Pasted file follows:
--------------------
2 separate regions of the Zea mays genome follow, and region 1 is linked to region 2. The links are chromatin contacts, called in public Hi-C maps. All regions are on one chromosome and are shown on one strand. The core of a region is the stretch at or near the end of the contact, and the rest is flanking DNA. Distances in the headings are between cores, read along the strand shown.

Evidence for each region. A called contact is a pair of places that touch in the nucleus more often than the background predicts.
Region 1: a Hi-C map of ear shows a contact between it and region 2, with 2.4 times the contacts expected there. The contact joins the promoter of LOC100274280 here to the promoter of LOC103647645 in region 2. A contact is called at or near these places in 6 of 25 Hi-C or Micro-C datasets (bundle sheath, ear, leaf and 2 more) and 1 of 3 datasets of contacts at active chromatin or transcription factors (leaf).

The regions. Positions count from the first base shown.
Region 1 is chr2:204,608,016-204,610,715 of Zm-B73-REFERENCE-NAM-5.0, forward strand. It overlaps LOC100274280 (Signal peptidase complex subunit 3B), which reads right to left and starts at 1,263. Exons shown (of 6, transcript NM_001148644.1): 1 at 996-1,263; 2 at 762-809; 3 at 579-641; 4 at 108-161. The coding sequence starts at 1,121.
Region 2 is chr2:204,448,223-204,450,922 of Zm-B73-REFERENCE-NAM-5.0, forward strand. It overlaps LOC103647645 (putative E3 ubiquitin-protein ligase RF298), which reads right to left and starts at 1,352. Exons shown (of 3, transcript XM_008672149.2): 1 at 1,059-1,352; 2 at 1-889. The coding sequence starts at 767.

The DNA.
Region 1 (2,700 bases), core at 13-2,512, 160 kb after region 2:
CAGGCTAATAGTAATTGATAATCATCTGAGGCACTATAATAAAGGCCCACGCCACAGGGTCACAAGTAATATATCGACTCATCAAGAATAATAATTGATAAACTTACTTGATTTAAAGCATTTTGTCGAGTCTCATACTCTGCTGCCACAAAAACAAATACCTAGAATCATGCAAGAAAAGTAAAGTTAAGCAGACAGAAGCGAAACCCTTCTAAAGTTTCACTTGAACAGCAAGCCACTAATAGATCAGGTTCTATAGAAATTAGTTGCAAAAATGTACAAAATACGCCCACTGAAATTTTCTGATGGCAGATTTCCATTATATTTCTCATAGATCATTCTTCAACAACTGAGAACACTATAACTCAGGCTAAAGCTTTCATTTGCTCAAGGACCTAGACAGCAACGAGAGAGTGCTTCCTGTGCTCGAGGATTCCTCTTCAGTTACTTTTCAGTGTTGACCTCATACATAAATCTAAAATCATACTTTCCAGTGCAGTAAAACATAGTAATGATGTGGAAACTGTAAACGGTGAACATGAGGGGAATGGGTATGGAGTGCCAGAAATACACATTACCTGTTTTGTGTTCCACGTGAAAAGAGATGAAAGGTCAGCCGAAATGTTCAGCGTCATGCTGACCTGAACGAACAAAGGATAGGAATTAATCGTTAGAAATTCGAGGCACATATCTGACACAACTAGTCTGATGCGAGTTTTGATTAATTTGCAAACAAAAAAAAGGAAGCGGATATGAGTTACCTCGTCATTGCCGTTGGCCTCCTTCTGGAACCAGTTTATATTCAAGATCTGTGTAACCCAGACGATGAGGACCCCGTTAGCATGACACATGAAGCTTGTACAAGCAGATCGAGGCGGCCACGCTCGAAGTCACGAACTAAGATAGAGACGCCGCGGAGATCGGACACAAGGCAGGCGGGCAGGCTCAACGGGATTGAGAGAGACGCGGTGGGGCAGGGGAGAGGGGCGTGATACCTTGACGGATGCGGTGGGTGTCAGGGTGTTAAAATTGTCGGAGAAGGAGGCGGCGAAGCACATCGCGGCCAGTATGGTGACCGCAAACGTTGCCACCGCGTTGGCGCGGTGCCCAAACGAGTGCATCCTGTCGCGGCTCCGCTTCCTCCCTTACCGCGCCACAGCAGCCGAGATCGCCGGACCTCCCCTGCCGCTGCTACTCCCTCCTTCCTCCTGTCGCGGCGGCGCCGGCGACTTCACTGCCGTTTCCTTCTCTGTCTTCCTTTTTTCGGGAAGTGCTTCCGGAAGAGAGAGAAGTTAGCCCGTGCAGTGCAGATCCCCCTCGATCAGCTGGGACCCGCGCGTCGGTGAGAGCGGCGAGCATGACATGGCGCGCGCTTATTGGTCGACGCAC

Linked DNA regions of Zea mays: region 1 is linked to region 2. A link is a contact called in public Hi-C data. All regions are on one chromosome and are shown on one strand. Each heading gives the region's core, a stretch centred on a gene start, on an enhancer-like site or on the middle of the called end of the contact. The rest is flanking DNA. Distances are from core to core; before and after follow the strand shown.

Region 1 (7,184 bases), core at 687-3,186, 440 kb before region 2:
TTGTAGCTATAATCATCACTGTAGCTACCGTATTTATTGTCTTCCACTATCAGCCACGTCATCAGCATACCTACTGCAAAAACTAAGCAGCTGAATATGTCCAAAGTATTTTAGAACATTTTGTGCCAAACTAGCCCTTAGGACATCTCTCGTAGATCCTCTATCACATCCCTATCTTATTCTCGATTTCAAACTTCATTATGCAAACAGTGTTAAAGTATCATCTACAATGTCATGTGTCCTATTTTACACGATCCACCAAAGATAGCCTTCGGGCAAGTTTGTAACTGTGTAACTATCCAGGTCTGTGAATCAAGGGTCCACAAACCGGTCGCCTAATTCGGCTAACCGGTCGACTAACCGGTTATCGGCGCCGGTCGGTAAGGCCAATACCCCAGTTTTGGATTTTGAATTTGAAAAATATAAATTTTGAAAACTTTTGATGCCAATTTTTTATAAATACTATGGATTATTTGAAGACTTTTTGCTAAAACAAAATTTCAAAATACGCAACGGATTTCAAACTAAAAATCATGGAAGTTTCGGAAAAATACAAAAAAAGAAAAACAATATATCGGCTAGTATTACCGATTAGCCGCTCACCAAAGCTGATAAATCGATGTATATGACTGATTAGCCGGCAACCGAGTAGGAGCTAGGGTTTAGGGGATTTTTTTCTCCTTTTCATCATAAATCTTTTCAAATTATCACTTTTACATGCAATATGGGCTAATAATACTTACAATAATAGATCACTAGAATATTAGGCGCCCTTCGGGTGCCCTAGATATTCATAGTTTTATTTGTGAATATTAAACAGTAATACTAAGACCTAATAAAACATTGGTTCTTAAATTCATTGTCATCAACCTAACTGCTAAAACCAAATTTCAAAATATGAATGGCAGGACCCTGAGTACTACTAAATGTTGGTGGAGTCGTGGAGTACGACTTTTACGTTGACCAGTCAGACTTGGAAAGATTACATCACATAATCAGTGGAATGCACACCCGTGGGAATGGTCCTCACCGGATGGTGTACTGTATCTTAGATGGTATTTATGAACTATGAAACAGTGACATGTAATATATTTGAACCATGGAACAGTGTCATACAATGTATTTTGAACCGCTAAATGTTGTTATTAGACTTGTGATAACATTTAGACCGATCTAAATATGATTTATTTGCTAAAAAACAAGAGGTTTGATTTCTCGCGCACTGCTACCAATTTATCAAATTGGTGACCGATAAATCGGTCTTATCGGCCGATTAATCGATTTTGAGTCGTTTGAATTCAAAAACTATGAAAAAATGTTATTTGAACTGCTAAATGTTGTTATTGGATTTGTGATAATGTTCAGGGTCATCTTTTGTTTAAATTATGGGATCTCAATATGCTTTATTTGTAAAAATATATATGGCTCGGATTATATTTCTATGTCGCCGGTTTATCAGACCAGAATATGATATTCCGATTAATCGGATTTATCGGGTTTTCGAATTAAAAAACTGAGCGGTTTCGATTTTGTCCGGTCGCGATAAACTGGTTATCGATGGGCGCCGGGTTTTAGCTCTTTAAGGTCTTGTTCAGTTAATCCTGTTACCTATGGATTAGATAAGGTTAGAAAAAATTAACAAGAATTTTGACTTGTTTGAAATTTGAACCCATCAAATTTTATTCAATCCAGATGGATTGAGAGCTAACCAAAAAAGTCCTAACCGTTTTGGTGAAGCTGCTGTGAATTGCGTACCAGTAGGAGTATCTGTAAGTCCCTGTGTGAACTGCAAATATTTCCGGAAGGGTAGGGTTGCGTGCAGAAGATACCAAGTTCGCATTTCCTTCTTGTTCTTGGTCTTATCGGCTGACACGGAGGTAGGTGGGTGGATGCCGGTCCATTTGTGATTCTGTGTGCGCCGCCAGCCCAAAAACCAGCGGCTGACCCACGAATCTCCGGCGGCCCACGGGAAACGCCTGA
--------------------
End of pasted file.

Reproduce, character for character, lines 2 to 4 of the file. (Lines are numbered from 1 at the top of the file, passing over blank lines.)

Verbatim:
Evidence for each region. A called contact is a pair of places that touch in the nucleus more often than the background predicts.
Region 1: a Hi-C map of ear shows a contact between it and region 2, with 2.4 times the contacts expected there. The contact joins the promoter of LOC100274280 here to the promoter of LOC103647645 in region 2. A contact is called at or near these places in 6 of 25 Hi-C or Micro-C datasets (bundle sheath, ear, leaf and 2 more) and 1 of 3 datasets of contacts at active chromatin or transcription factors (leaf).

The regions. Positions count from the first base shown.